Monthly Archives: March 2012

The Roman Army’s Company Clerks

In about 100 C.E., under the reign of the Emperor Trajan, the professional Roman Army is a well-oiled machine capable of quick and powerful military action (Matyszak 6). Wherever you end up serving in the empire, becoming a company clerk is an ideal choice for those hoping for a military career with perks and job mobility.

Vegitius tells us that recruiters for the Roman army specifically look for individuals with the ability to write and do mathematics. He says, “Since there are several administrative departments in the legions which require literate soldiers, it is advisable that those approving recruits should test for tall stature, physical strength and alertness in everyone, but in some the knowledge of ‘symbols’ [in Milner’s footnotes defined as ‘short-hand writing’] and expertise in calculation and reckoning is selected” (Vegetius 51).

Example of Roman Shorthand. Vindolana Tablet 122. Used by permission. Copyright Centre for the Study of Ancient Documents and Trustees of the British Museum. Vindolanda Tablets Online. Oxford University. Web. 17 Mar. 2012.

It is interesting to note that Vegitius uses the word “but” in the former description. Though the Roman Army prefers clerks with physical prowess, it seems that they will select individuals specifically for their documentary and mathematical skills in some circumstances. The army’s willingness to compromise in special circumstances makes sense because the army’s “bureaucracy require[s] literate clerks and propagate[s] a documentary culture” (Phang 286). This “documentary culture” is necessary to maintain order in the army; company clerks keep daily records of everything that happens in a legion including which soldiers perform which duties, pensions, and who is taking time off (Vegetius 52). Enough military documentation and correspondence takes place that shorthand is even “used in military circles on the frontier of the Roman world by about AD 100” at Vindolanda (Bowman and Thomas).

Because clerks play an important role in maintaining order within each legion, they receive special privileges. A company clerk in the Roman army is an immunis, a soldier who “is still a miles gregarius, a common soldier” but one for whom “life is generally somewhat easier, as is shown by the fact that an immunis may be punished by having this status stripped away for misbehaviour” (Matyszak 79). Though clerks are still soldiers, their specialized skills allow them to work indoors and help them avoid more physical assignments like ditch-digging (Matyszak 79-80). Additionally, “the social and economic status of clerks seems to be relatively high, both before their enlistment and inside the army” (Phang 296). Since clerks are literate, they tend to come from the middle or upper classes and have greater social mobility than many of their “common soldier” counterparts (Phang 296). Some even end up becoming head clerks, optios, and centurians (Phang 296).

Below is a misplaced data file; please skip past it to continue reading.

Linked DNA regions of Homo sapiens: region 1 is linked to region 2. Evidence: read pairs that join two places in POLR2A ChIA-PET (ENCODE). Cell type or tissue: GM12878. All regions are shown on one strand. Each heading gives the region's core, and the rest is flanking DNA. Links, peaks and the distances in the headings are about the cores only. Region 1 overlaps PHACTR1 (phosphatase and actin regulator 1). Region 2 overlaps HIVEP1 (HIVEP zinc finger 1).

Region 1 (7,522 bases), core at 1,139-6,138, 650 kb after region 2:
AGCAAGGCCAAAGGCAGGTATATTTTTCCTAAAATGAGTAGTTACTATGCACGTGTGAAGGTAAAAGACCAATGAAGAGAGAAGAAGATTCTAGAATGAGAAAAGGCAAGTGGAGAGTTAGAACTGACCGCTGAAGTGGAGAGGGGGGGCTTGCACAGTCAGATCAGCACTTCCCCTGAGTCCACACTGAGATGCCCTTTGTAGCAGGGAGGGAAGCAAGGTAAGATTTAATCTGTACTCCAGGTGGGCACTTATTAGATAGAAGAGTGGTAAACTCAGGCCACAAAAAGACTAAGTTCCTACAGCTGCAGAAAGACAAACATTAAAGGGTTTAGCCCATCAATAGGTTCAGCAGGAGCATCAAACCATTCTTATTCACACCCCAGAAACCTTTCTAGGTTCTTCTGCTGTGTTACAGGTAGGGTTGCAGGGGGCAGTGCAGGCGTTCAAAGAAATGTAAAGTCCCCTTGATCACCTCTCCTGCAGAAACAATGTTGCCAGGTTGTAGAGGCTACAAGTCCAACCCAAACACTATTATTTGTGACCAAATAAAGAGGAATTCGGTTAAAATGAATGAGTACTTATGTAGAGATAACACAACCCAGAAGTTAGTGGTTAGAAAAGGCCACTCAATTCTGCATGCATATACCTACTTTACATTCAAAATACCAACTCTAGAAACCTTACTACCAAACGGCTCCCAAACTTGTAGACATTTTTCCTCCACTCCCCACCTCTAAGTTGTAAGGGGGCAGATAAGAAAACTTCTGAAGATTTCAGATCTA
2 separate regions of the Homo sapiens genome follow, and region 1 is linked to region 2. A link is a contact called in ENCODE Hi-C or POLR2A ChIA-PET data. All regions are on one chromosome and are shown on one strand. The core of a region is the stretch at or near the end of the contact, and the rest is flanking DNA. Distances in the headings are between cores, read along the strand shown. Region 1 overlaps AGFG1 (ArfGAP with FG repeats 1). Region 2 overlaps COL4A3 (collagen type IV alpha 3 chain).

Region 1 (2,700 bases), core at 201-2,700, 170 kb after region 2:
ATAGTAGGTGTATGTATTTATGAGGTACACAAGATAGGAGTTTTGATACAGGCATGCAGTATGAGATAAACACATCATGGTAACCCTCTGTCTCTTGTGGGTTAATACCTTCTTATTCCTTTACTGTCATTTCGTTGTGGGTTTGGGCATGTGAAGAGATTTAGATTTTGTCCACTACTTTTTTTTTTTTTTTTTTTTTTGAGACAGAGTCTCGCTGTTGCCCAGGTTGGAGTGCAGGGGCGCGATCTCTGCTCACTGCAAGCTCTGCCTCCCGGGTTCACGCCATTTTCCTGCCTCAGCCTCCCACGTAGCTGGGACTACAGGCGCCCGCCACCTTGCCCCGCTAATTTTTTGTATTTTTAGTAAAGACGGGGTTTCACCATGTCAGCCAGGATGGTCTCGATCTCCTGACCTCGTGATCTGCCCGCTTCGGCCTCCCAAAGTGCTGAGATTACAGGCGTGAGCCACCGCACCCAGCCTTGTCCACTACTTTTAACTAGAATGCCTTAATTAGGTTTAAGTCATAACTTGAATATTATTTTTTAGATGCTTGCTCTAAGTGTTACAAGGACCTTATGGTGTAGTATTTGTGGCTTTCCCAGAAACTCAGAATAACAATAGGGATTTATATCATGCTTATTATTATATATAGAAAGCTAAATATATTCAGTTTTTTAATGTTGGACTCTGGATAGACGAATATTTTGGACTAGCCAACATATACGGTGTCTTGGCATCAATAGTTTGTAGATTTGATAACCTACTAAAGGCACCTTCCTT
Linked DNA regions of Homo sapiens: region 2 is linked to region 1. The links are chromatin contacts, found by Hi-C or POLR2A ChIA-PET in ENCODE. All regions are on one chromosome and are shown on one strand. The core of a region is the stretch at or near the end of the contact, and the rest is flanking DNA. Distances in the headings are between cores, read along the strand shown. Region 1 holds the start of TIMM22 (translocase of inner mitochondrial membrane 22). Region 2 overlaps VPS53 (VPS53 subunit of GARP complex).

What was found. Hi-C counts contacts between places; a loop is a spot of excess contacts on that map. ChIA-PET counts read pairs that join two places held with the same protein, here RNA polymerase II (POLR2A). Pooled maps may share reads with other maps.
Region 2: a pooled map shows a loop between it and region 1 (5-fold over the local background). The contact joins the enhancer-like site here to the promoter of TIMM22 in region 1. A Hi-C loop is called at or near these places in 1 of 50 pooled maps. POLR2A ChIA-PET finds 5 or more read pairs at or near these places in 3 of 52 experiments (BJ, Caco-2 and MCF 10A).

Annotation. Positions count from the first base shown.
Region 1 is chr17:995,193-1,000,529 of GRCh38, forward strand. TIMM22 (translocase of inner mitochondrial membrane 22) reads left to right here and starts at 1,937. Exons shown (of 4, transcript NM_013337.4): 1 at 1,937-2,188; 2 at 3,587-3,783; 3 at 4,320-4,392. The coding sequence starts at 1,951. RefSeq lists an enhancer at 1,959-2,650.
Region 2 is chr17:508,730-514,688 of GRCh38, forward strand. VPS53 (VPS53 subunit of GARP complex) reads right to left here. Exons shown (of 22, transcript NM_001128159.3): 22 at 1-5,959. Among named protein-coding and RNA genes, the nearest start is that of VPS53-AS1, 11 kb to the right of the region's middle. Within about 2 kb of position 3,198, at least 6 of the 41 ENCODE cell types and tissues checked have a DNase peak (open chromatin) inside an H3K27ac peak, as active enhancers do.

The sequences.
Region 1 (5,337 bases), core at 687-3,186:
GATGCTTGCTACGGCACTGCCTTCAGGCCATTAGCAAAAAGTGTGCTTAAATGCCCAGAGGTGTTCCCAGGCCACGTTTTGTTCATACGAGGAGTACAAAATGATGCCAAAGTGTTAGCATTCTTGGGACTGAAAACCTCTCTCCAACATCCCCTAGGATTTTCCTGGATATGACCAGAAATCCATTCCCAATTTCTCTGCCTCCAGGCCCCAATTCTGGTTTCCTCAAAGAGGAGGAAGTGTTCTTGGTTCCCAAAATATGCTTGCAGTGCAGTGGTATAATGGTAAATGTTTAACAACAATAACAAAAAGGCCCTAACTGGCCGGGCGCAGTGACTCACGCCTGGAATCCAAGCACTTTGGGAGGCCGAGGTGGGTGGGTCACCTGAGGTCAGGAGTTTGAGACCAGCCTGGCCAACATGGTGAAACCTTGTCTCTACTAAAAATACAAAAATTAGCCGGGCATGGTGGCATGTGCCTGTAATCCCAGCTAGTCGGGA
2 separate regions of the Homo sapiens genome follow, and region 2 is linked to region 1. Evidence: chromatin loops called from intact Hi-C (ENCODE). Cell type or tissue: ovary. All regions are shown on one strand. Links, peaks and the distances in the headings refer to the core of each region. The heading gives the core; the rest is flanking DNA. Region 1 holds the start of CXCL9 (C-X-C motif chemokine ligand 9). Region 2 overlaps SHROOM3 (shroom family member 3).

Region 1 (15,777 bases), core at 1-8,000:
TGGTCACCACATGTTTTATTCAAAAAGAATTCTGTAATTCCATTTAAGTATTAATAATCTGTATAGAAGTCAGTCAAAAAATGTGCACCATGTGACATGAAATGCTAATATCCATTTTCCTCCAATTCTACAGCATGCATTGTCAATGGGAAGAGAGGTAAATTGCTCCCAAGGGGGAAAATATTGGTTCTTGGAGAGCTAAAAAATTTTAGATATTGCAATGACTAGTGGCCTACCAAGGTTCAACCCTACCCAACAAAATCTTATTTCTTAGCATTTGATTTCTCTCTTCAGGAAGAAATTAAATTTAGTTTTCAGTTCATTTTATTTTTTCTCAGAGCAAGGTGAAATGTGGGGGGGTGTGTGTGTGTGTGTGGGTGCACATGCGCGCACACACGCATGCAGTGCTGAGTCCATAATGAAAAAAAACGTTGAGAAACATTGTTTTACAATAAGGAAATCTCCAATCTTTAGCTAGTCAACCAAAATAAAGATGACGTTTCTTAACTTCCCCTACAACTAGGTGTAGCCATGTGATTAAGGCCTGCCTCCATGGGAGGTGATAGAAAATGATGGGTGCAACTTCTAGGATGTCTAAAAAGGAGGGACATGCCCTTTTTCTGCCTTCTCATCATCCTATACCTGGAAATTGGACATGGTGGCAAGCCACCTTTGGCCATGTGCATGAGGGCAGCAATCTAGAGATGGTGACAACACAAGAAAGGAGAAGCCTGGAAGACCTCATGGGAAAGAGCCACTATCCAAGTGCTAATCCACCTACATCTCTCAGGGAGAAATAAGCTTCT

Works Cited

Bowman, Alan and David Thomas. “Shorthand Texts: Tablets 122-126.” Vindolanda Tablets Online. Oxford University. Web. 15 Mar. 2012.

Phang, Sara Elise. “Military Documents, Languages, and Literacy.” A Companion to the Roman Army. Ed. Paul Erdkamp. West Sussex, UK: Wiley-Blackwell Publishing Ltd., 2011. Print.

Matyszak, Philip. Legionary: The Roman Soldier’s Unofficial Manual. London: Thames & Hudson Ltd., 2009. Print.

Vegetius Renatus, Flavius. Vegitius: Epitome of Military Science. Trans. N.P. Milner. 2nd ed. Liverpool: Liverpool University Press, 1996. Print.

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Alexander’s Hostages

From 334 B.C.E. to 323 B.C.E. Alexander the Great marched with an army conquering territory in the name of Greece (Wikipedia Contributors). He marched from Greece, conquered Persia, and eventually moved into India at the end of his campaign. Though there were many logistical concerns for the young conqueror, hostages were an important way to consolidate power and ensure accurate military intelligence.

Hostages served as important way to consolidate power in newly conquered areas. Arrian records several specific instances of Alexander taking hostages. At the battle of Issus he “forgave the debt of fifty talents still owed him from the fine he had imposed on the citizens of Soloi, and restored their hostages” (Arrian 77). Near the Hydraotes River Alexander also took hostages from the city, specifically “a thousand of the tribe’s strongest men,” but eventually “released their hostages” (Arrian 250). By actively restoring hostages in these two situations, he would have been able to help foster good relationships with his newly conquered people by creating a merciful image.